• Haslaida Abubacar, a Muslim Filipina woman from the minority Moro ethnic group, has used what she learned in a Master’s in Sustainable International Development to become an effective leader in working with youth. She has worked with Save the Children and Catholic Relief Services and has developed training programs that are now being used by local governments. “If we want to change the society, we need to influence and empower our youth. We need to mobilize and mentor them to realize their full potential as active citizens and future leaders,” she says.
  • Bahrul Fuad, a leading expert on disability in Indonesia, has put the knowledge he gained in a Master’s in Humanitarian Assistance to use to effect change as a public intellectual in the disability policy field. He makes change on both the policy and grassroots levels, contributing to developing disability guidelines through the Association of Southeast Asian Nations, as well as implementing economic cooperatives and microfinance programs to empower people with disabilities to run small businesses. “Most people with disabilities do not have an education, and often receive a marginalized status,” he says. “Since returning home, people listen to me more when I speak. People give me respect.”
  • Irshadul Haque, a journalist who was held back by caste-based discrimination while working at a major Hindi newspaper in India, found that his Master’s in International Journalism helped him learn digital journalism skills and develop an online news platform that enables him to be an agent of change. Irshadul covers issues such as caste-based violence against Dalits that are not covered by the mainstream media and has found he is uniquely positioned to contribute something new by launching the site in his native town rather than a major city. “I could have worked anywhere, but I was determined to start something on my own and influence public opinion. I wanted to give back,” he said.

“Whereas our first report helped measure the magnitude of IFP’s impact 15 years after the program began in 2001, this second report takes us into the everyday lives of IFP alumni in remote communities and urban centers.” says Rajika Bhandari, IIE’s Deputy Vice President for Research and Evaluation. “Using the powerful tools of qualitative action research, this report not only offers an in-depth look at the multi-layered impact of IFP, it reflects our inclusive and participatory approach to carrying out our study and engaging IFP alumni.”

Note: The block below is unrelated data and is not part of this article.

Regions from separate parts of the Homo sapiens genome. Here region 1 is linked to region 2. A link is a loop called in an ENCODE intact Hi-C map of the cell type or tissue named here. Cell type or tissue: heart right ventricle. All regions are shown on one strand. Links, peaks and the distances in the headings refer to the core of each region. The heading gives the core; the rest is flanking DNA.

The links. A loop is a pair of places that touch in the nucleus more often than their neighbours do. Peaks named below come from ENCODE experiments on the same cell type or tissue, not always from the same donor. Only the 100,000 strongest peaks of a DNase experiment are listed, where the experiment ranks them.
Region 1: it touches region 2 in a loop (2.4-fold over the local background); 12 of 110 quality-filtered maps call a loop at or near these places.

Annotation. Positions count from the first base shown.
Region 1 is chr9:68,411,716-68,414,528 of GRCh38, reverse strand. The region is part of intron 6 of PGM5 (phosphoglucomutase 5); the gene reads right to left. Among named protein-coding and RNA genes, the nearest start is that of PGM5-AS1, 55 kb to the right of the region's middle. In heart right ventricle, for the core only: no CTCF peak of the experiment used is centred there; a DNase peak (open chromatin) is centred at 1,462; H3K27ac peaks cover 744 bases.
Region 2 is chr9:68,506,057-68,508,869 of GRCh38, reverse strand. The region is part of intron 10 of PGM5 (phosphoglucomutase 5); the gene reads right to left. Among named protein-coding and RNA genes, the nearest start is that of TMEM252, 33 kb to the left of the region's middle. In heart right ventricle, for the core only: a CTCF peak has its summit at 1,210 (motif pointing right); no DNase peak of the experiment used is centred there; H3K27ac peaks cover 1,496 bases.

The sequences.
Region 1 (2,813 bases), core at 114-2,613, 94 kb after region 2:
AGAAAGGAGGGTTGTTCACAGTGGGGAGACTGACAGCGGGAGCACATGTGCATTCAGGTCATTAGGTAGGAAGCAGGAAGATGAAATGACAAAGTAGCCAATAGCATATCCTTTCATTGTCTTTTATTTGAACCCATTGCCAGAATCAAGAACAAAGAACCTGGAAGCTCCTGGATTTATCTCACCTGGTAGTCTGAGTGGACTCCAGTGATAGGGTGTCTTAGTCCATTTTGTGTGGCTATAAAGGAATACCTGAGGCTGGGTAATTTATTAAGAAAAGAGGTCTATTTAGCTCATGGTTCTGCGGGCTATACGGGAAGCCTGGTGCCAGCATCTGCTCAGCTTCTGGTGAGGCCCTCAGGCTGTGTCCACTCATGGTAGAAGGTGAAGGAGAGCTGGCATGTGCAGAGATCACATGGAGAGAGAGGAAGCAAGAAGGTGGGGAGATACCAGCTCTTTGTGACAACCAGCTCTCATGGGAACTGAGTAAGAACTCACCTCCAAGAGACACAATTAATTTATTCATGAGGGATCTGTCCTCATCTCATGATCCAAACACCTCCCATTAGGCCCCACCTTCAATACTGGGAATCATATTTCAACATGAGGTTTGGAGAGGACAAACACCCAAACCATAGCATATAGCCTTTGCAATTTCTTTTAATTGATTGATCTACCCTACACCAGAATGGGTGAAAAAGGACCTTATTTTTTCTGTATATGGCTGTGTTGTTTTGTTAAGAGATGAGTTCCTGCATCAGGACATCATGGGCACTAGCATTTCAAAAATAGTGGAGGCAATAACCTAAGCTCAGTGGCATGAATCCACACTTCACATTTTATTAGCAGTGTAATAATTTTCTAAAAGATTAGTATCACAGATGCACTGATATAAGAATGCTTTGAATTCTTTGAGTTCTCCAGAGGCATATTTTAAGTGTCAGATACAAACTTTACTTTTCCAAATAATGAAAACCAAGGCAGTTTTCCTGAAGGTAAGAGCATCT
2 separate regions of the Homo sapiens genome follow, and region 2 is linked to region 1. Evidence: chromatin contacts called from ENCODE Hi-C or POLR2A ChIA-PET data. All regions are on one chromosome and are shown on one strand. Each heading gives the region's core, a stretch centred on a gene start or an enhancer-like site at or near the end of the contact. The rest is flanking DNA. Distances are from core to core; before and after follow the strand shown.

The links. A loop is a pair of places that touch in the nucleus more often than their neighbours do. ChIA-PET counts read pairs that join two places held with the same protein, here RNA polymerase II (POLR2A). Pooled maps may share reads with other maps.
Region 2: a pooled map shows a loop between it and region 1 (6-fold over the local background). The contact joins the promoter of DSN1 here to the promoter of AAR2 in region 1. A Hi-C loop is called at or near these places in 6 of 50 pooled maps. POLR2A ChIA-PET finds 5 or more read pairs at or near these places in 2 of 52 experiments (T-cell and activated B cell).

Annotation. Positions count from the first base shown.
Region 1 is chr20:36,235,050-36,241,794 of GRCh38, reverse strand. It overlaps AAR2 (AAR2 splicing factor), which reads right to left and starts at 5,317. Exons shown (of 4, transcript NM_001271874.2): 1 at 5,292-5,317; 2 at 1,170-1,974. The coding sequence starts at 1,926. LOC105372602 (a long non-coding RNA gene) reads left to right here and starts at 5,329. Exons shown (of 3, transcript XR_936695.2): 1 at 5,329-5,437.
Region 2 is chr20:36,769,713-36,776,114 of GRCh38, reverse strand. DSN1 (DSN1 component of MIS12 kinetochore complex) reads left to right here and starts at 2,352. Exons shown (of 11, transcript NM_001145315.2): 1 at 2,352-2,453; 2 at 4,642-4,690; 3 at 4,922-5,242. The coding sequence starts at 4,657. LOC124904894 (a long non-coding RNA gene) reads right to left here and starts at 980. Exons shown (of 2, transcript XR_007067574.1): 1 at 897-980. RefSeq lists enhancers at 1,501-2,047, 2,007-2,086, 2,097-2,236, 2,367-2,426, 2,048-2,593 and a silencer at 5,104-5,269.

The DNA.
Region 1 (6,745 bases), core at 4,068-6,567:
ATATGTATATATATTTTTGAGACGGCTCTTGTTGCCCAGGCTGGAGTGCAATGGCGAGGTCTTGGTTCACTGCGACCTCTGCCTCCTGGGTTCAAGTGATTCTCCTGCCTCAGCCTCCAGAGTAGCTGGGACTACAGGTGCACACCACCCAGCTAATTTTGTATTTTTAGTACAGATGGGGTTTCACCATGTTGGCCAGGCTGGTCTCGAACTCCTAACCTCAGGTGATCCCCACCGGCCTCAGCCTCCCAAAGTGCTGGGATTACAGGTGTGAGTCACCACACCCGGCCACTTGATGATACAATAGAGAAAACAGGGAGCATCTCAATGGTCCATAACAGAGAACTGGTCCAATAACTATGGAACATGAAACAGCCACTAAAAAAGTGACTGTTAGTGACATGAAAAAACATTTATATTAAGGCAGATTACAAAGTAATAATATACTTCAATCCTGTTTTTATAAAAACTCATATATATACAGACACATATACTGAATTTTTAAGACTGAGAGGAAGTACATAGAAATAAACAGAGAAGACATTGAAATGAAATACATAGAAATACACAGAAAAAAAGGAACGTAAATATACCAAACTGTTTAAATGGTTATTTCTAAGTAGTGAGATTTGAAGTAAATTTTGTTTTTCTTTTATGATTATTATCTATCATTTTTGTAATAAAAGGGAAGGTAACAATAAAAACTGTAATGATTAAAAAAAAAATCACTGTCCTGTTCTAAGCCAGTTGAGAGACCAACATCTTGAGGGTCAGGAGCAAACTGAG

The IFP Alumni Tracking Study is part of a comprehensive IFP Knowledge Management Project that includes the Ford IFP Global Archive, housed at Columbia University Libraries in New York. Both the IFP Alumni Tracking Study and the Ford IFP Archive aim to provide researchers and practitioners with an in-depth look into the links among access to higher education, international development, and social change.

For more key findings from the report visit the IFP Alumni Tracking Study website.

About the Institute of International Education

The Institute of International Education is a world leader in the international exchange of people and ideas. IIE designs and implements programs of study and training for students, educators, young professionals and trainees from all sectors with funding from government agencies, foundations, and corporations. An independent, not-for-profit organization founded in 1919, IIE has a network of 19 offices and affiliates worldwide and over 1,300 member institutions.

IIE has a long history of working with foundations to implement a broad range of scholarship and fellowship programs, while also conducting research and evaluations to assess the impact of these programs. The Institute’s Center for Academic Mobility Research and Impact provides research and program evaluation services to domestic and international governmental agencies, non-governmental organizations, foundations, and higher education institutions to facilitate the collection of more comprehensive and policy-relevant data on international education, and to assess the impact of international fellowship and scholarship programs. In addition to the Ford Foundation, IIE has recently conducted program evaluations for the Alcoa Foundation, the Carnegie Corporation, the German Academic Exchange Service (DAAD), the National Science Foundation (NSF), the Schlumberger Foundation, and the U.S. Department of State and Department of Education, among others.

About the Ford Foundation 

The Ford Foundation is an independent, nonprofit grant-making organization. For 80 years it has worked with courageous people on the frontlines of social change worldwide, guided by its mission to strengthen democratic values, reduce poverty and injustice, promote international cooperation, and advance human achievement. With headquarters in New York, the foundation has offices in Latin America, Africa, the Middle East, and Asia.